When have you been provoked to anger? How did you respond? How does the wise person respond to vexation? Who do you associate with being quick tempered? Where should anger reside? What should dwell in the bosom? Compare Ecclesiastes 7:3 and Ecclesiastes 7:9. Does Qohelet contradict himself?

Highly problematic is that only six verses earlier, Qohelet utilizes the same term for anger (ka‘as) and there, he prefers it to laughter (Ecclesiastes 7:3).

Tremper Longman III (b. 1952) identifies:

An immediate question of context arises when this verse is read in conjunction with Ecclesiastes 7:3. How can Quohelet prefer anger there but warn his listener away from it here? A common recourse is to assert that the word has two different senses. Note, for instance. R.N. Whybray [1923-1997]’s comment that “ka‘as ...is used here in a different sense from that which is has in Ecclesiastes 7:3.” Michael Fox [b. 1940] puts a twist on this approach when he says that ka‘as means anger in both verses, but in the former it “is applied to the anger of reproof,” while in Ecclesiastes 7:9 it refers “to the anger one feels at unfortunate events that befall him. Neither verse is a statement about anger in all circumstances.”...Both of these are admirable attempts to harmonize Qohelet’s thought, but the text does not give any indication of these nuances of meaning. (Longman, The Book of Ecclesiastes (New International Commentary on the Old Testament), 188)
Craig G. Bartholomew (b. 1961) compares:
Patience and waiting are better than haughtiness. But this is complicated by Ecclesiastes 7:9. In Ecclesiastes 7:3 vexation is recommended above laughter, but here it lodges unpleasantly in the bosom of fools, so that patience is no help when it comes to vexation. Thus the truth of Ecclesiastes 7:8 is subtly undermined. (Bartholomew, Ecclesiastes (Baker Commentary on the Old Testament Wisdom and Psalms), 249)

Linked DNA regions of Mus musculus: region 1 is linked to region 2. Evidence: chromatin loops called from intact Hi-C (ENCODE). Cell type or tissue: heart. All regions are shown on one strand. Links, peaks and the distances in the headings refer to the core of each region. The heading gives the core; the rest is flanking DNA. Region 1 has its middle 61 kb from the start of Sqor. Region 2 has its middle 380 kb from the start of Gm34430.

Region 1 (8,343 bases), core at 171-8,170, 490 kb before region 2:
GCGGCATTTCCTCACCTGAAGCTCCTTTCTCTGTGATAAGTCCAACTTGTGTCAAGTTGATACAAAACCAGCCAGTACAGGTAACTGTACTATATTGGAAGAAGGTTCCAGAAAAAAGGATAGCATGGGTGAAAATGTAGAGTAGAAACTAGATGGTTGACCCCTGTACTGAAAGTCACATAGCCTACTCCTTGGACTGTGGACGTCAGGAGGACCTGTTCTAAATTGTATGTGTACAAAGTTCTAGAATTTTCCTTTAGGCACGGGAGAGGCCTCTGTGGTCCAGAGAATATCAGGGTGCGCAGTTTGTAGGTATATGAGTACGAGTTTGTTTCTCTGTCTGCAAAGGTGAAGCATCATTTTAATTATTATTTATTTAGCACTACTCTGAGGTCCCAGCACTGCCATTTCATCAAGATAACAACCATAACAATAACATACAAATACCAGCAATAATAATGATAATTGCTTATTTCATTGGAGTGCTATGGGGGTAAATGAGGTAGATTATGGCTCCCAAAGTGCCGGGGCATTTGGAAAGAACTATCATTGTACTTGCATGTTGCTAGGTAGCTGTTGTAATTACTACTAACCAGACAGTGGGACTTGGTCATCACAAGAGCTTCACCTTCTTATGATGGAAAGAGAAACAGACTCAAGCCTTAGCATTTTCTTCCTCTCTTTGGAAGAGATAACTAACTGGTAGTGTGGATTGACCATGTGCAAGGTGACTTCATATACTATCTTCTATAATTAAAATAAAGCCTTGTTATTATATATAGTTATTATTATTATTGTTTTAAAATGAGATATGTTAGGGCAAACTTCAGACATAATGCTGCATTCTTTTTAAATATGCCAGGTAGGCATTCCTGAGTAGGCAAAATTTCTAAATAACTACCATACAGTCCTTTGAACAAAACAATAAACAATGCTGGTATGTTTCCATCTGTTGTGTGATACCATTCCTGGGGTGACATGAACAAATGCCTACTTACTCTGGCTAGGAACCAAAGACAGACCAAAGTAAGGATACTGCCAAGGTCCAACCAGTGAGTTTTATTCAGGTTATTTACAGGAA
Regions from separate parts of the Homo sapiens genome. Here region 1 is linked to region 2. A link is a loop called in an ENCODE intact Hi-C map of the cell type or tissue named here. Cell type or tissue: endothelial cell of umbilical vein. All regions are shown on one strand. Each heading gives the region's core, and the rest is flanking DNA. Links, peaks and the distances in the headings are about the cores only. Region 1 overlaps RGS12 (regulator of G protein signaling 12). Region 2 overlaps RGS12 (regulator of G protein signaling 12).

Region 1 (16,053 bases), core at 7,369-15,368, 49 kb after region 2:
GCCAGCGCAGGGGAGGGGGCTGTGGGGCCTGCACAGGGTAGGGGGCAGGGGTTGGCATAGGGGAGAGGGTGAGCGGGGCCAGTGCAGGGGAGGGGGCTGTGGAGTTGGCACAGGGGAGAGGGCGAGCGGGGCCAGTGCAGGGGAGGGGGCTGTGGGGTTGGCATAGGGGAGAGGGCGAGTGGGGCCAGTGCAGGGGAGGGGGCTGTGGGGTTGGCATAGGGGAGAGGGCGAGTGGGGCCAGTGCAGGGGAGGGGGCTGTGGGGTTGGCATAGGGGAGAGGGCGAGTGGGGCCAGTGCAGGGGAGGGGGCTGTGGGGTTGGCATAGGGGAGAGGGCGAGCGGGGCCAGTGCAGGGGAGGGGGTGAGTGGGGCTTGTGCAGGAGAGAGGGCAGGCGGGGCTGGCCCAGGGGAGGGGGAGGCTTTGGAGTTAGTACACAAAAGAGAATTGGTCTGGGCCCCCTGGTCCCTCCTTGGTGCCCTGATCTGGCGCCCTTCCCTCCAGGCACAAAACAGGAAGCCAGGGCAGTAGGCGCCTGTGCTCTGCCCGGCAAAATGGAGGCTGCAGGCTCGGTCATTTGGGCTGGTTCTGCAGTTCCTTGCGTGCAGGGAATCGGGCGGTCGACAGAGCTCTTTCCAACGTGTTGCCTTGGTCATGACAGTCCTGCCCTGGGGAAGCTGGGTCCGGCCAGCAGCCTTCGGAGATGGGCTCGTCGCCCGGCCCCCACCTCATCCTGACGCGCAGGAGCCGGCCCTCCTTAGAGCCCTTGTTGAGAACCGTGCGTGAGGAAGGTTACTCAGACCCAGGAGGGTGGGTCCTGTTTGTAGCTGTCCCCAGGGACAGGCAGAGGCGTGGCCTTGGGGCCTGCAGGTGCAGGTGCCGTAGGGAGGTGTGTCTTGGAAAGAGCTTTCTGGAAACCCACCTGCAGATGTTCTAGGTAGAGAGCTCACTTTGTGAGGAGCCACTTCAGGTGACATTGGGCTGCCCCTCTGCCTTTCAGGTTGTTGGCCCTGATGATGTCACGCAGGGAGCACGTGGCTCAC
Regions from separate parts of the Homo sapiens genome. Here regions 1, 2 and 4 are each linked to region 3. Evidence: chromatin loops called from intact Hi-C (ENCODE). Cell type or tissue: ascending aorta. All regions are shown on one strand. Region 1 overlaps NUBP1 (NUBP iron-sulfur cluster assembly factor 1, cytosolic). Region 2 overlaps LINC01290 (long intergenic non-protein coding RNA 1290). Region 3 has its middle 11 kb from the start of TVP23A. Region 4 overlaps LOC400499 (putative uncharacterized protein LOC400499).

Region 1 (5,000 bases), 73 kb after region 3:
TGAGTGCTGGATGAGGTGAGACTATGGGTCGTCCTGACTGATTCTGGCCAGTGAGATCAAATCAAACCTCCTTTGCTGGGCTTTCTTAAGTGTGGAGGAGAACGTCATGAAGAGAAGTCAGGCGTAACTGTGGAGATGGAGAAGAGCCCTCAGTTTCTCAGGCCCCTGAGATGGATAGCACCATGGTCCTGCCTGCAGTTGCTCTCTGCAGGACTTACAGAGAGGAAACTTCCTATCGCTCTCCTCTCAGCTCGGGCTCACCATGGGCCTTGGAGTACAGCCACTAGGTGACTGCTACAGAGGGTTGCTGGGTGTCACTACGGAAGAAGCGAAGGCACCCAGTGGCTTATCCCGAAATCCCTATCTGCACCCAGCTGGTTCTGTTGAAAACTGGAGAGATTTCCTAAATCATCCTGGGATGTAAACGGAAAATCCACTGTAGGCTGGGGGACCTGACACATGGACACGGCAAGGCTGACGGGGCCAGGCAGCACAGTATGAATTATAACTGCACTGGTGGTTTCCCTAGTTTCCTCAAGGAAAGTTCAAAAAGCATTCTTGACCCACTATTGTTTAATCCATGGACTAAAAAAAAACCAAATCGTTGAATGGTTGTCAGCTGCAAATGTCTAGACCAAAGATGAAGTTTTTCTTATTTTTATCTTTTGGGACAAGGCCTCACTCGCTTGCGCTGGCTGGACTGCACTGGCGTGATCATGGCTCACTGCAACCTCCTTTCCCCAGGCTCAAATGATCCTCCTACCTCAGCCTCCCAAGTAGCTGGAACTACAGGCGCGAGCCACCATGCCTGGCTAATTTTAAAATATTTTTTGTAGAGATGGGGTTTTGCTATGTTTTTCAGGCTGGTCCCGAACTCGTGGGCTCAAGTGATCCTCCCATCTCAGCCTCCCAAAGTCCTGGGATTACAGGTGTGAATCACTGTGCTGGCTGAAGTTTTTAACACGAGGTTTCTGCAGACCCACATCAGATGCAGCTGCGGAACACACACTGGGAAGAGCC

In his book, Ambiguity in Ecclesiastes, Doug Ingram frames the problem:
The question arises again: Is it, or is it not, better to be angry? Are there times when anger is at least a relative “good,” even if at other times it should be avoided? Or is it perhaps rushing to anger that is warned against...? (Ingram, Ambiguity in Ecclesiastes, 219)
Daniel J. Treier (b. 1972) deciphers:
In Ecclesiastes 7:9 attention turns from pride back to anger or vexation, which often results. The same word, ka‘as, appears here as in Ecclesiastes 7:3, where it is commended. Whatever the nature of the wordplay, blatant contradiction in meaning is unlikely within the span of a few verses. The Sage...shows far too much evidence of literary sophistication to handle a problem so carelessly. Indeed, in Ecclesiastes 7:7-12 the Sage examines the flip side of several coins from Ecclesiastes 7:1-6. It is not that he affirms exact opposites, but he shades in contours of meaning. In what sense is “the day of death” better than “the day of birth,” given the apparent tragedy involved? In what sense is “vexation” better than “laughter”? And so forth. (Treier, Proverbs & Ecclesiastes (Brazos Theological Commentary on the Bible), 186)
Douglas B. Miller (b. 1955) finds an intentional paradox:
In tension with the sage’s earlier statement (Ecclesiastes 7:3; also cf. Ecclesiastes 11:10), vexation...is not always a good thing (Ecclesiastes 7:9). Just as the point in Ecclesiastes 7:3 was the paradox that vexation can bring good, so it is also true that vexation does not always bring something good. In fact, fools (always negative examples in Ecclesiastes) are the ones who lodge vexation...within them (Ecclesiastes 7:9b; cf. Proverbs 12:16; Job 5:2). So vexation (ka‘as) is not always to be desired, and what is good may sometimes be bad. (Miller, Ecclesiastes (Believers Church Bible Commentary), 123)
When, if ever, is it appropriate to exhibit a quick temper? Do you control your anger or does your anger control you? What is an example of a positive expression of vexation? Do you have a personal policy as to how long you wait to give voice to your anger?

“Anybody can become angry - that is easy, but to be angry with the right person and to the right degree and at the right time and for the right purpose, and in the right way - that is not within everybody’s power and is not easy.” - Aristotle (384-322 BCE)